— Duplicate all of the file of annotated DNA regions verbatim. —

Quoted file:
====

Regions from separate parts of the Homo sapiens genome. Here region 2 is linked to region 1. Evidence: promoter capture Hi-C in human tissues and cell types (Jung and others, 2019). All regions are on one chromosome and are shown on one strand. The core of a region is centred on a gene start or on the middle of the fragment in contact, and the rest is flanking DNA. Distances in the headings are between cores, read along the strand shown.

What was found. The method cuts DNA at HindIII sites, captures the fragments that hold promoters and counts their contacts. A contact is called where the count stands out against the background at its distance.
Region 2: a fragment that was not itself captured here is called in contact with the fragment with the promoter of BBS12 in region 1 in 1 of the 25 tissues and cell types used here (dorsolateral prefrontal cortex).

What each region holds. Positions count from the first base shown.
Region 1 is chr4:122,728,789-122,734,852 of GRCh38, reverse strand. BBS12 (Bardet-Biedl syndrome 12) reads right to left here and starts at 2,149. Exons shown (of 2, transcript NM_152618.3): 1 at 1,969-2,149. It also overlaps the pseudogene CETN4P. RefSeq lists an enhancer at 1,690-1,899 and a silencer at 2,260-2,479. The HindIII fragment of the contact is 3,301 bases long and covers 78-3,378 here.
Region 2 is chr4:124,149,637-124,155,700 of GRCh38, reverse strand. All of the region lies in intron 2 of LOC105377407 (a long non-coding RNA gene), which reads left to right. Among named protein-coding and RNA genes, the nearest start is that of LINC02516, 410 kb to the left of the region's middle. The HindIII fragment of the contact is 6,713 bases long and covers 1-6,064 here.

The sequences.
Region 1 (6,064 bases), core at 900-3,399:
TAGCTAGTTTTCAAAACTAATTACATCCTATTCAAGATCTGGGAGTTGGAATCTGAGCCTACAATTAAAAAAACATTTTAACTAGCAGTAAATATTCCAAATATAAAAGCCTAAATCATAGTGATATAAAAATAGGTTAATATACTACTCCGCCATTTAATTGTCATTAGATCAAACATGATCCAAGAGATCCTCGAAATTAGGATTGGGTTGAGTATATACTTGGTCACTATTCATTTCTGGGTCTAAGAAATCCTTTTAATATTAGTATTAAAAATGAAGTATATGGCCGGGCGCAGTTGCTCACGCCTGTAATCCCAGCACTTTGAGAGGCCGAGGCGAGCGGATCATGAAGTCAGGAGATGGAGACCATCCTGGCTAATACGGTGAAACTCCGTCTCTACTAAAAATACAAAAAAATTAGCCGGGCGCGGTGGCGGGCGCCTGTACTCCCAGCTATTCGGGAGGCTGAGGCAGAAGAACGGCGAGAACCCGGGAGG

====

Regions from separate parts of the Homo sapiens genome. Here region 2 is linked to region 1. Evidence: promoter capture Hi-C in human tissues and cell types (Jung and others, 2019). All regions are on one chromosome and are shown on one strand. The core of a region is centred on a gene start or on the middle of the fragment in contact, and the rest is flanking DNA. Distances in the headings are between cores, read along the strand shown.

What was found. The method cuts DNA at HindIII sites, captures the fragments that hold promoters and counts their contacts. A contact is called where the count stands out against the background at its distance.
Region 2: a fragment that was not itself captured here is called in contact with the fragment with the promoter of BBS12 in region 1 in 1 of the 25 tissues and cell types used here (dorsolateral prefrontal cortex).

What each region holds. Positions count from the first base shown.
Region 1 is chr4:122,728,789-122,734,852 of GRCh38, reverse strand. BBS12 (Bardet-Biedl syndrome 12) reads right to left here and starts at 2,149. Exons shown (of 2, transcript NM_152618.3): 1 at 1,969-2,149. It also overlaps the pseudogene CETN4P. RefSeq lists an enhancer at 1,690-1,899 and a silencer at 2,260-2,479. The HindIII fragment of the contact is 3,301 bases long and covers 78-3,378 here.
Region 2 is chr4:124,149,637-124,155,700 of GRCh38, reverse strand. All of the region lies in intron 2 of LOC105377407 (a long non-coding RNA gene), which reads left to right. Among named protein-coding and RNA genes, the nearest start is that of LINC02516, 410 kb to the left of the region's middle. The HindIII fragment of the contact is 6,713 bases long and covers 1-6,064 here.

The sequences.
Region 1 (6,064 bases), core at 900-3,399:
TAGCTAGTTTTCAAAACTAATTACATCCTATTCAAGATCTGGGAGTTGGAATCTGAGCCTACAATTAAAAAAACATTTTAACTAGCAGTAAATATTCCAAATATAAAAGCCTAAATCATAGTGATATAAAAATAGGTTAATATACTACTCCGCCATTTAATTGTCATTAGATCAAACATGATCCAAGAGATCCTCGAAATTAGGATTGGGTTGAGTATATACTTGGTCACTATTCATTTCTGGGTCTAAGAAATCCTTTTAATATTAGTATTAAAAATGAAGTATATGGCCGGGCGCAGTTGCTCACGCCTGTAATCCCAGCACTTTGAGAGGCCGAGGCGAGCGGATCATGAAGTCAGGAGATGGAGACCATCCTGGCTAATACGGTGAAACTCCGTCTCTACTAAAAATACAAAAAAATTAGCCGGGCGCGGTGGCGGGCGCCTGTACTCCCAGCTATTCGGGAGGCTGAGGCAGAAGAACGGCGAGAACCCGGGAGG